Speculation

  5. Gypsies and Irish tinkers of the United Kingdom often preferred splashy pintos to pull their caravans. They had easy access to pinto horses and ponies because the upper classes preferred solid-colored horses. Pintos were seen as mongrels or somehow impure. This is how Gypsies and Irish tinkers were able to breed a strong yet colorful breed such as the Gypsy Vanner, according to "Storey's Illustrated Guide to 96 Horse Breeds of North America."

    Number

  6. Gypsy Vanners are a very rare breed, even in the United Kingdom. "Storey's Illustrated Guide to 96 Horse Breeds of North America" estimates about 5,000 are in the world, and 90 percent are cob sized. It is unknown how many are palomino or palomino pinto. The most common colors are piebald (black and white patches), and dark brown and white pinto.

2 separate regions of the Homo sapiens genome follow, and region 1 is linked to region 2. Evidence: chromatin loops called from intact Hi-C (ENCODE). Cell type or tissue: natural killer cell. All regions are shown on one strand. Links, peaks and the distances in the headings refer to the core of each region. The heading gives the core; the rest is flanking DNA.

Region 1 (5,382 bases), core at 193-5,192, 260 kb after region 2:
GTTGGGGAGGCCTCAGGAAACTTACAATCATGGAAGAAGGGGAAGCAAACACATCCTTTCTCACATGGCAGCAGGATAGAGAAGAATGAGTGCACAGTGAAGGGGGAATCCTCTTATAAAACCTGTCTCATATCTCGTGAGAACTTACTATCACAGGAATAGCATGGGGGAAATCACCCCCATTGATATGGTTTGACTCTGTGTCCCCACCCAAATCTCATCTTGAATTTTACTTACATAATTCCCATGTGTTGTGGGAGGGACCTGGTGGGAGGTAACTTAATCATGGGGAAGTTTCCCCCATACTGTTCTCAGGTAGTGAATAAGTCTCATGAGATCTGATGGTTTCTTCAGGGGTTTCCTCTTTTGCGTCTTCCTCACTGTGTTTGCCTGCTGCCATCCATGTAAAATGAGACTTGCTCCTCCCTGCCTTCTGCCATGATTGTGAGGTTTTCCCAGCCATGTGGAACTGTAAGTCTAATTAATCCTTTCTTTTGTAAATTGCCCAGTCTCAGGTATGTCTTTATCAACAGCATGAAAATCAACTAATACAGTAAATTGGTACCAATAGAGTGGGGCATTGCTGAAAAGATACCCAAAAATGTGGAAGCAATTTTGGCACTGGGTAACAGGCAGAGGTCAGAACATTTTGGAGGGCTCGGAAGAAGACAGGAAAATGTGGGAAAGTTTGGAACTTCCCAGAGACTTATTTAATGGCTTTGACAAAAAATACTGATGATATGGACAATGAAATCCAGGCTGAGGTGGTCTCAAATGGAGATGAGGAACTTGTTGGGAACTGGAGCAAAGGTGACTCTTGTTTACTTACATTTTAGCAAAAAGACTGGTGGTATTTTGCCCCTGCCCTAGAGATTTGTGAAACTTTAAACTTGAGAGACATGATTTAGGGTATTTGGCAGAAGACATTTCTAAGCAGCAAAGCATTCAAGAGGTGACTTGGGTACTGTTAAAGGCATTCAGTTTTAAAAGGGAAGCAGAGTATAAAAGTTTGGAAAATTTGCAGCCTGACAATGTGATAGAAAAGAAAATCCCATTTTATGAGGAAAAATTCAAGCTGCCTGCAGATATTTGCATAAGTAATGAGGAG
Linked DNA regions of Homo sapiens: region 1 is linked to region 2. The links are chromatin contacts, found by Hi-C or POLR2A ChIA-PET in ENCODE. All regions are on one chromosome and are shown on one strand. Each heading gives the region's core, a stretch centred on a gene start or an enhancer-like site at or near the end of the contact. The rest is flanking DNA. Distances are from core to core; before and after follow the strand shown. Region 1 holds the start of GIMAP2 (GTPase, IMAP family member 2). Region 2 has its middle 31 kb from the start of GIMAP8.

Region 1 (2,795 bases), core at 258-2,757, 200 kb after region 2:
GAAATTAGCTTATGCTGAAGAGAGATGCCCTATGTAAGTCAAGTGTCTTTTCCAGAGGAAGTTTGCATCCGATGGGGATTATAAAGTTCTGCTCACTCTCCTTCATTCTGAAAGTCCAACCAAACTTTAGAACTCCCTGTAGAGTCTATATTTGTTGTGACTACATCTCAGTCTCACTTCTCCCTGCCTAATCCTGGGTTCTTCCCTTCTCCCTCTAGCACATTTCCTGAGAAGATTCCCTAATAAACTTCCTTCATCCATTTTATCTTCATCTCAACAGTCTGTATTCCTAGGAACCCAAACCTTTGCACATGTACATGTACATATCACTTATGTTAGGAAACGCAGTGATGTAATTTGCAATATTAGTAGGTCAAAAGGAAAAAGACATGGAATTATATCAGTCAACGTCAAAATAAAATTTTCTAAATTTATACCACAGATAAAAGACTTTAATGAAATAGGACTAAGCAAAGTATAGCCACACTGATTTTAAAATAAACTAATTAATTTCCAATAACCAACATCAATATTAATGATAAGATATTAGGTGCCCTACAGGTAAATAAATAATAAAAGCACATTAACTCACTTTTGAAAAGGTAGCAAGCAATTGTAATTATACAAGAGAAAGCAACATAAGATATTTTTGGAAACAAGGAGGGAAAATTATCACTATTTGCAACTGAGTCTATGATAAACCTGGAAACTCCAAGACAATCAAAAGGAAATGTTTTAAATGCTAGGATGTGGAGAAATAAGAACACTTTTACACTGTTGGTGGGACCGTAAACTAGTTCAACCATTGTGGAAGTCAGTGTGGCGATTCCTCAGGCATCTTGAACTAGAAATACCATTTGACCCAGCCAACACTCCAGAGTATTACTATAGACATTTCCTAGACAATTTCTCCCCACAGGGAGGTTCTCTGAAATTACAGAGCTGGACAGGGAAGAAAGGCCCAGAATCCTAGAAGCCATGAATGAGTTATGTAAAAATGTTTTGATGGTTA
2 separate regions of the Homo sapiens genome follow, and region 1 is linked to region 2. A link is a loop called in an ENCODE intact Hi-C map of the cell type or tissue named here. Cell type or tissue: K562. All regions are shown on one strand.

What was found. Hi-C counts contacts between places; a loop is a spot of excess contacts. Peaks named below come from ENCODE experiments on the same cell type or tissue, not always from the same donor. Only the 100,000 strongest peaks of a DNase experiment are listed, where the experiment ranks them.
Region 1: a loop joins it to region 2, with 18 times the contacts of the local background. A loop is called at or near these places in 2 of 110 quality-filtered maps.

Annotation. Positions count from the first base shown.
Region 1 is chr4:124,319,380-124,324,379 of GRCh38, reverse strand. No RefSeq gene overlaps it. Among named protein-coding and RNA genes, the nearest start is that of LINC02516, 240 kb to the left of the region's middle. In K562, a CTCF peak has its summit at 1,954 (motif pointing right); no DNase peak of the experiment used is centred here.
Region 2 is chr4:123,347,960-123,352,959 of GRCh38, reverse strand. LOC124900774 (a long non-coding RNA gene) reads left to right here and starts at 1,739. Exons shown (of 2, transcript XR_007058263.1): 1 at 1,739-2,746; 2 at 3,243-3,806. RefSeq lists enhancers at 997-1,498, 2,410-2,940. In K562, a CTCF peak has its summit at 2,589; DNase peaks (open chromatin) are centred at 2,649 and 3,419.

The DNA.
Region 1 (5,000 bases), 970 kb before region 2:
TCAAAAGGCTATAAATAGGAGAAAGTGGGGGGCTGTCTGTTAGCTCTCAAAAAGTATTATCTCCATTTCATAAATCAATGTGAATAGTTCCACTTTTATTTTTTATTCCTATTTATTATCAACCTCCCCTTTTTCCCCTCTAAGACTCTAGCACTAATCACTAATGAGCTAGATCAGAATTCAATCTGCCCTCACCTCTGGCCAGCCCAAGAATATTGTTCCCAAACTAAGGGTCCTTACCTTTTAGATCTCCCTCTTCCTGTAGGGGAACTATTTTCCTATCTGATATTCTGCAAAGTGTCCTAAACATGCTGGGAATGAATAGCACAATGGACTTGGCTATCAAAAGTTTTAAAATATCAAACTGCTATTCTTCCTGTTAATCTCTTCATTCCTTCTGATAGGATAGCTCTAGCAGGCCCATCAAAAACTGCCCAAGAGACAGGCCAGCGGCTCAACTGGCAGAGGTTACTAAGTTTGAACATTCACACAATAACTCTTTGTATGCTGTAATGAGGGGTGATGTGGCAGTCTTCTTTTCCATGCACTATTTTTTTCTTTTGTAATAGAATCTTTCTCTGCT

Gypsy vanner horses (gypsy cobs, Irish cobs, colored cobs and tinker horses) were bred by the Gypsies as colorful, charming additions to their caravans. These horses were only recently recognized in the United States, where they number about 200 (in 2010). The horses come in several colors, including black. They are kept as both performance horses and pets.

  1. Characteristics

  2. Gypsy vanners are the smallest of the draft horses. They are short and compact with heavy, dense bone structures, dense musculature and large feet. Like most draft horses, gypsy vanners have characteristic "feathers," or sections of long hair below their knees and around their ankles. Besides black, gypsy vanner coloring includes black and white, brown and white, pure white and pure black. Black gypsy vanners are unique only in their coloration; otherwise, they are identical to differently colored gypsy vanners.